In my opinion, the essence of content marketing is far broader than this.  It’s a strategy, not a tactic, and should actually encompass every single communication that your company utters online, including job adverts, one-to-one emails and absolutely anything you write on social media sites and forums.

Content marketing is one of the best ways of engaging with audiences and potential customers online. It is useful for improving search rankings, increasing brand engagement, loyalty and visibility and for facilitating social sharing and interaction. If you are a consumer-facing company, it is imperative that you  are actively embracing content marketing.

People in-the-know have even gone as far as to say that content marketing is the new SEO.  A big claim, but one that makes sense.   Content is the undisputed king in 2013. High quality content targets relevant keywords, boosts social sharing and increases the number of indexed pages on your website, all of which aid your search ranking climb.

Significantly, the focus for content marketing is not on selling, but rather on communicating with customers and prospects.  So it’s really all about improving your communication strategy and making sure you are communicating with your target audience on the right platforms, with relevant information, using a tone of voice that endears you to them.

What I’ve said so far obviously applies to any consumer facing company. But if you’re a food or lifestyle company you’ve got a distinct edge on the content marketing front and I’ll tell you for why (Gavin & Stacey repeats on Gold, anyone?).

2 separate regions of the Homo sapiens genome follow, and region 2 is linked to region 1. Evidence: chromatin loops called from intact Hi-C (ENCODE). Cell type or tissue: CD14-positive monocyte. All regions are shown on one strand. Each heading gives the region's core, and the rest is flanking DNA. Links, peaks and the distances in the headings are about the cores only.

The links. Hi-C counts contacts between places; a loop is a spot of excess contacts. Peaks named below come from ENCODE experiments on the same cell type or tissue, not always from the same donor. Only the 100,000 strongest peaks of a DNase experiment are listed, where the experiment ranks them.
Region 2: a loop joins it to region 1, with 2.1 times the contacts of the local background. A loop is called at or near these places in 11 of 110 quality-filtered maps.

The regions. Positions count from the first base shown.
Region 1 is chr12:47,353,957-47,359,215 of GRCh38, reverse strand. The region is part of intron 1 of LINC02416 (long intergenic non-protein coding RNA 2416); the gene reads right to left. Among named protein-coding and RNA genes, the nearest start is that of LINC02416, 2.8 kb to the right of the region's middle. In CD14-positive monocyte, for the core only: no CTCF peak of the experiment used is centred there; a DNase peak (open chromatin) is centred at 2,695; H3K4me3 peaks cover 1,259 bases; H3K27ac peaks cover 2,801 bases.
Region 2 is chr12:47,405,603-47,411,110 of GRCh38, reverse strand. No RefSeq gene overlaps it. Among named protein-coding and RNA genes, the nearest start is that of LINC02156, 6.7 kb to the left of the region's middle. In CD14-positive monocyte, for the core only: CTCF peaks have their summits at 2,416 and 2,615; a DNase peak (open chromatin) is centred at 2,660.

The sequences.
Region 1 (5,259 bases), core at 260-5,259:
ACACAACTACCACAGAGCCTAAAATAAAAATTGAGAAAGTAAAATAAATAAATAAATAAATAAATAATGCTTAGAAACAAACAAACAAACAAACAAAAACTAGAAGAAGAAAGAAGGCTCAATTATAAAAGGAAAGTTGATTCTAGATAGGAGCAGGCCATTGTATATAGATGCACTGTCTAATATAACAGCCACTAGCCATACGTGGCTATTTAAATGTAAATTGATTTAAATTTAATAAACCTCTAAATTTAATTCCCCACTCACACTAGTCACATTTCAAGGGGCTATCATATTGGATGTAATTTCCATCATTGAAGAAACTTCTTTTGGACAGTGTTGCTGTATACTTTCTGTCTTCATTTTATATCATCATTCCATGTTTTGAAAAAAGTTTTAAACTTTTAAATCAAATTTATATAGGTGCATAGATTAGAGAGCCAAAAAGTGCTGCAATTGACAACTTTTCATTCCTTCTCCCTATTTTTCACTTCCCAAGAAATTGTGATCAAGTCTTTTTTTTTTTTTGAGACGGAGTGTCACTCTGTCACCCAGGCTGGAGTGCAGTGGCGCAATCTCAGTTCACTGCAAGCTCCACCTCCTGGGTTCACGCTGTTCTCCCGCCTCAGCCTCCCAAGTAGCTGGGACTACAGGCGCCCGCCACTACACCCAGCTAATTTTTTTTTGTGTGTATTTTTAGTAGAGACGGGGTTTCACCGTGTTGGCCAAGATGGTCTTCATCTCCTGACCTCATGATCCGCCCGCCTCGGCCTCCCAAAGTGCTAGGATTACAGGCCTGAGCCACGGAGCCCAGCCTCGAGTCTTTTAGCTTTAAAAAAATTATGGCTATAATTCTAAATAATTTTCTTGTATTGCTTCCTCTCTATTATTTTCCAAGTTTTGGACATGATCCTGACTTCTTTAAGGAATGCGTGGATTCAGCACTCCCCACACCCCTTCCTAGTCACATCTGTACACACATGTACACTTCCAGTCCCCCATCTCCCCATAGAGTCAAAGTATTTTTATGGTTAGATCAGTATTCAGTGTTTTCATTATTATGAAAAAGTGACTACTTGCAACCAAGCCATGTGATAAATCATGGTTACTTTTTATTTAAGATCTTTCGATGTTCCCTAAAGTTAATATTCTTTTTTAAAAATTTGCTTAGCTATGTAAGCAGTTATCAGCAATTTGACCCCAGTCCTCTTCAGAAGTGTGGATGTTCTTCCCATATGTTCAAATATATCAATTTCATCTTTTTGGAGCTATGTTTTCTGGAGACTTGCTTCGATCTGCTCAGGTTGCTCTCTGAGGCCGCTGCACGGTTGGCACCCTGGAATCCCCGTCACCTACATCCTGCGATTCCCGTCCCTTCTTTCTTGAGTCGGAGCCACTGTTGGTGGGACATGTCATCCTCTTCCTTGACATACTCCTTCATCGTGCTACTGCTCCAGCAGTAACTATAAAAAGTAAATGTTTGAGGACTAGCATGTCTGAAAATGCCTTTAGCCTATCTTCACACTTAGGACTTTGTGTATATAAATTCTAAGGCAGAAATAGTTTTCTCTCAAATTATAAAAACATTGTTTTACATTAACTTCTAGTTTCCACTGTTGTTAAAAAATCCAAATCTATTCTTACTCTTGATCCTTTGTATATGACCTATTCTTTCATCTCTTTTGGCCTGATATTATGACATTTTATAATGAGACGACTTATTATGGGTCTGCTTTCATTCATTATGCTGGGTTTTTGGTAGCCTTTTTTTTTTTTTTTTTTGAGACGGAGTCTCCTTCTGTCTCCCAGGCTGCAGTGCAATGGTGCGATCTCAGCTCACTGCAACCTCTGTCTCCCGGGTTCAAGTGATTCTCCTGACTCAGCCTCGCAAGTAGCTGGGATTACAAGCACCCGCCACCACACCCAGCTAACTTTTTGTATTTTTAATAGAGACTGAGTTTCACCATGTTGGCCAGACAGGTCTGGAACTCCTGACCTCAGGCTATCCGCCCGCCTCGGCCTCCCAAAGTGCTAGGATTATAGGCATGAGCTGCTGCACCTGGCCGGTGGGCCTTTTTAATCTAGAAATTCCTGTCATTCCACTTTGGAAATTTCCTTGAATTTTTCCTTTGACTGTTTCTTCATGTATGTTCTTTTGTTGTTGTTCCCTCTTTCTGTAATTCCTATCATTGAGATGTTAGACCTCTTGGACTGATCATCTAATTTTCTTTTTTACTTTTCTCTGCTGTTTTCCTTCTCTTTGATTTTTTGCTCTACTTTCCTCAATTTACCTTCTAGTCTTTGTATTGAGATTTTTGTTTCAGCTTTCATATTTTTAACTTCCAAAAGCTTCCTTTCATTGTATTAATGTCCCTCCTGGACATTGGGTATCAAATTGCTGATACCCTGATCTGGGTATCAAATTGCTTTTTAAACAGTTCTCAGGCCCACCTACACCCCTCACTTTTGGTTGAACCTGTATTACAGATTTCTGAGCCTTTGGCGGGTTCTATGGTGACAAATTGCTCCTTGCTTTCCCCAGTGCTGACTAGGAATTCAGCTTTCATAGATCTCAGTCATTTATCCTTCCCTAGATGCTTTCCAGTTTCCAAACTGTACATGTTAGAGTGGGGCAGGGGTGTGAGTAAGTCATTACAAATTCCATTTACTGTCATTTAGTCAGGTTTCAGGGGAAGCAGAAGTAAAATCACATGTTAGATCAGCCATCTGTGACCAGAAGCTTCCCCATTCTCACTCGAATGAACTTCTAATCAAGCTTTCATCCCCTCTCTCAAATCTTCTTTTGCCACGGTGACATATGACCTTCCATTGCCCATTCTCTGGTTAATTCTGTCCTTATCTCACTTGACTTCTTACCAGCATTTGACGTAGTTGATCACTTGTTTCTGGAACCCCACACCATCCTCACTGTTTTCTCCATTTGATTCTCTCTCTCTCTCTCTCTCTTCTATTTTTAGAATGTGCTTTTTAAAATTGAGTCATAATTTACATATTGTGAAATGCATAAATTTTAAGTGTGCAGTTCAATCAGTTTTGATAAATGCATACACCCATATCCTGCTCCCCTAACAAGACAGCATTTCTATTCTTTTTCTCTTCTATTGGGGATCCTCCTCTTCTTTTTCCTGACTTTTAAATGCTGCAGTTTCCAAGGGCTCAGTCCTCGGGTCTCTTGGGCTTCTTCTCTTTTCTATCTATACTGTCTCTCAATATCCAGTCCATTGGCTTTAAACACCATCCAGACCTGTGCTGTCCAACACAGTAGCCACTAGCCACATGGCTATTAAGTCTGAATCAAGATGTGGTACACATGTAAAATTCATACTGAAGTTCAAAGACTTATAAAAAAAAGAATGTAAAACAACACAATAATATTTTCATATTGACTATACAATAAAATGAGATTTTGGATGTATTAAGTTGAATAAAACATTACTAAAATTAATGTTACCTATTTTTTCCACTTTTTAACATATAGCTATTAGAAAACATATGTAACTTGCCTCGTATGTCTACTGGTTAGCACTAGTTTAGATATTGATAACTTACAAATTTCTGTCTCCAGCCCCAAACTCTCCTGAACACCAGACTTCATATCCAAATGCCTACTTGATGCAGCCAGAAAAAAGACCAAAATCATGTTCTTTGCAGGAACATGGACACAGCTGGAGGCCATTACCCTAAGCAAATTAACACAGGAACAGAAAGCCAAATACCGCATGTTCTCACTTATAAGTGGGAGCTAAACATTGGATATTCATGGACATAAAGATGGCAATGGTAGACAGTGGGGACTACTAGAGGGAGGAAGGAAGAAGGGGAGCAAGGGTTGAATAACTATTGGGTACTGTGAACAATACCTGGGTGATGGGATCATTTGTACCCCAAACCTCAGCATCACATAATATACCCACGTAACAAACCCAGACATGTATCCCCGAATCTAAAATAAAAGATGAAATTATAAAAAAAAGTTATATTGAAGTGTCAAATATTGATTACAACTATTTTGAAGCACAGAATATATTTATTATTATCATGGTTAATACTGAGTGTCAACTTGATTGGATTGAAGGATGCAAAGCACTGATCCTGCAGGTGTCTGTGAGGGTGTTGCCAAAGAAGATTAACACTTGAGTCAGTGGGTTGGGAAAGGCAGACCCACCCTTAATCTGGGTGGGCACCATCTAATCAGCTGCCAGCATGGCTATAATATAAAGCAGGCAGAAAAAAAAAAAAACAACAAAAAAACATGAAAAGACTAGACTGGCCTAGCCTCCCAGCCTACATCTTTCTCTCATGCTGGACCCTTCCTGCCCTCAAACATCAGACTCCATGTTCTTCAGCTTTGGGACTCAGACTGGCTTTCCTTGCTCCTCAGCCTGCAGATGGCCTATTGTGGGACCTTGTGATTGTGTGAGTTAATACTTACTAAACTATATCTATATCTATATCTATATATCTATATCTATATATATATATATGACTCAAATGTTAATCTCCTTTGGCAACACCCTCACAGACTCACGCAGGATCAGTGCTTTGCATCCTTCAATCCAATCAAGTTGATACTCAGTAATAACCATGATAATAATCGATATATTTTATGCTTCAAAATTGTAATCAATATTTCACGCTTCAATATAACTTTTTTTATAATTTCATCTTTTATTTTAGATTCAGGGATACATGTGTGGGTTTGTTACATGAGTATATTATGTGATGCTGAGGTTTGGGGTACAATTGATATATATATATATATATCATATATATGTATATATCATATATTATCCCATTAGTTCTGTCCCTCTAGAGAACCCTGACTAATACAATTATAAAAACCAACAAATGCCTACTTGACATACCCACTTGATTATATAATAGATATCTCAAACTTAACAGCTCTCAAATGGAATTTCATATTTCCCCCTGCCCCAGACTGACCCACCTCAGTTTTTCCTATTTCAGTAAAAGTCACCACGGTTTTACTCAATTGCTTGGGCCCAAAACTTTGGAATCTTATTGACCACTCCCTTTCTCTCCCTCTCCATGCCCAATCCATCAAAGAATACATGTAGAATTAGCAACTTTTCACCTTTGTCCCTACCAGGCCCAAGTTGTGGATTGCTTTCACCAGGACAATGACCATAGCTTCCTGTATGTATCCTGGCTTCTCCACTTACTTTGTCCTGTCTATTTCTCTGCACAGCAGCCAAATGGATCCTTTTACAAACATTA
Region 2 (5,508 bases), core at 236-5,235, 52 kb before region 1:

Chances are your product is way more aesthetically pleasing than the majority out there.  People love to drool over images of food or beautiful interiors.  There’s a reason TV is flooded with food porn (Masterchef, The Great British Bake Off, Nigella) and house porn (Grand Designs, anything with Sarah Beeney).

They (those in-the-know bods again) say a picture speaks a thousand words. So you are at a distinct advantage in having access to delicious images that your audience will want to see.  Of course, you don’t want to be just firing incessant pictures of your brand at them, but having this content in your locker gives you a natural foundation for your content marketing efforts.

So what are you waiting for?  If you’re not quite sure where or how to start then either give us a call or pop back next week when my blog will give you a step-by-step guide to Content Marketing.

Back in the day, Word of Mouth Marketing was the rarely achieved panacea, the elusive holy grail of the broadcast marketer.

These days it’s become our bread and butter.  Word of Mouth Marketing (or WOMM for short) is the cornerstone of brand success in our digital age. And from the girded loins of WOMM has sprung the latest favoured child, Social Commerce.

With modern consumers imbibing WOMM as an essential part of their decision making processes,  Social Commerce has become the key to future success.

In 2010 Mark Zuckerberg said “If I had to guess, social commerce is next to blow up”.  He wasn’t wrong.  With 74% of consumers now relying on social networks to inform their purchasing decisions, no modern day brand can afford to ignore this latest concept.